I love history particularly when it involves individuals doing great things. The history I’m more than a little tired of involves people, usually politicians, who don’t actually do anything at all other than talk about doing something or yapping about having someone else do something. Talking doesn’t do anything; doing is what does something. I’m so tired of talkers thinking they’re doers.
Which brings us to Marshal Bass Reeves. Bass was a deserter from the Confederate Army. He went to The Indian Territory which we know today as Oklahoma and it is believed he fought with the Union Army and the Union Indian Brigades during the Civil War.
According to his biographer, Bass is said to have arrested more than 3,000 people and killed 14 outlaws. He was an imposing man at 6′ 2″ who also was good with a rifle and pistol. He was never wounded.
He was known for wearing disguises upon occasion. In one story, he dressed up as a beggar and convinced the mother of two outlaws to feed him which she did. When her sons returned, he handcuffed both of her sons to their beds as they slept. The next day he began walking them 28 miles back to his camp.
Another of his exploits was reported in the Indian Chieftain in September 1884
Bass Reeves on his last trip had an experience that came near cutting short his usefulness and did send one man where he won’t fool with other people’s horses. He had warrants for two men, Frank Buck and John Bruner. While up the Canadian looking for prisoners he came on these men but did not know them. He inquired for other parties whom he was after and Buck and Bruner volunteered to guide him. At noon all parties camped, and while they were getting dinner he noticed Bruner stealthily pulling his pistol. Suspecting something he stepped behind his horse and around to the front of Bruner and grabbed his pistol before he had time to use it, and at the same time pulled his own. Glancing over his shoulder Buck was seen getting out his weapon, when as quick as a flash Reeves, still holding Bruner’s pistol in one hand, threw over his other and shot Buck dead. Bruner was then secured and is now on his way to Fort Smith where he will have to answer to a double charge.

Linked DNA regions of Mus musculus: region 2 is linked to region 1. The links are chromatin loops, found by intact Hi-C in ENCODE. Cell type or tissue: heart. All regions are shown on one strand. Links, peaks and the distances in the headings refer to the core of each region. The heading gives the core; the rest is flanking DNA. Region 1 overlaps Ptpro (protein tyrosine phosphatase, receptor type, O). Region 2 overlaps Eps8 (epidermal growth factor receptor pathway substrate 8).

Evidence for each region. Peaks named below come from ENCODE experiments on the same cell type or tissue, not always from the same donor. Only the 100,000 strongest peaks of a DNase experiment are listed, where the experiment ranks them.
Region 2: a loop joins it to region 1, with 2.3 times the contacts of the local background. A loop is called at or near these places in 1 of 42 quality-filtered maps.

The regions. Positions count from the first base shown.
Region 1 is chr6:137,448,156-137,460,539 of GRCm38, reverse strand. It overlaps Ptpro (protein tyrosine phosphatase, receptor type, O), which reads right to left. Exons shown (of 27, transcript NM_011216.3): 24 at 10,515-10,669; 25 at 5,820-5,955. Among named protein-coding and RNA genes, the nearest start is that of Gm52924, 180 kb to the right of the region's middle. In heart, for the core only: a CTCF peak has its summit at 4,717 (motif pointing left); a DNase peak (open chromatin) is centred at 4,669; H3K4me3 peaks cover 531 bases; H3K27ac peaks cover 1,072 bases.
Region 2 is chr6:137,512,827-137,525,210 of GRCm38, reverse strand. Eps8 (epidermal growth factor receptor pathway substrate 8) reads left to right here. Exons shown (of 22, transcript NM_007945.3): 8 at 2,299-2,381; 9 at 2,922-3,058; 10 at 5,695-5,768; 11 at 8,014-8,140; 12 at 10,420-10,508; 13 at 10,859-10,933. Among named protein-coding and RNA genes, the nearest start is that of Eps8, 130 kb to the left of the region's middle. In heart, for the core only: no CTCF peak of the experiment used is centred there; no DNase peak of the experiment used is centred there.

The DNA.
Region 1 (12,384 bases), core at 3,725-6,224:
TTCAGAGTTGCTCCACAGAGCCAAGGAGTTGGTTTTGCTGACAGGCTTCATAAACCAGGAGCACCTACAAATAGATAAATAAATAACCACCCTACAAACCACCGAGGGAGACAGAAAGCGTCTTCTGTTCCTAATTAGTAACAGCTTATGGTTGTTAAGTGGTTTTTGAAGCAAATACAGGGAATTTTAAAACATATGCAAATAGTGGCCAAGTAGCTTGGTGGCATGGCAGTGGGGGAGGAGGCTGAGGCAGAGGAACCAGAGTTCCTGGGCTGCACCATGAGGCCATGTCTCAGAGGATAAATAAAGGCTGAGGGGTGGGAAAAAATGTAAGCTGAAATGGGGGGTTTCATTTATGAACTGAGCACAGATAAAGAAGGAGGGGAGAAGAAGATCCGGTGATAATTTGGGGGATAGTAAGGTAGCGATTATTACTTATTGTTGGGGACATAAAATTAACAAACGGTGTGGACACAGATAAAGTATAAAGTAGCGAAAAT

He also could not be corrupted. When his own son was charged with murdering his wife, he simply asked “give me the writ” and did his duty. His son was sentenced to life in prison.
Reeves was forced into retirement in 1907 when Oklahoma gained statehood because African-Americans weren’t allowed to be deputy marshals under the new laws.
I’m sorry? What? My bad — did I forget to mention that Bass Reeves was black?
When he was with the Confederate Army, he was, of course, a slave who had gone with his master’s son — one George Reeves who was a Colonel in the Confederate Army. It’s possible that Bass “deserted” the Confederate Army over a card game that led to fisticuffs.
It just seemed like a good day to tell the story of another American hero.
If you’re interested in reading the biography of Bass Reeves, click the photo below.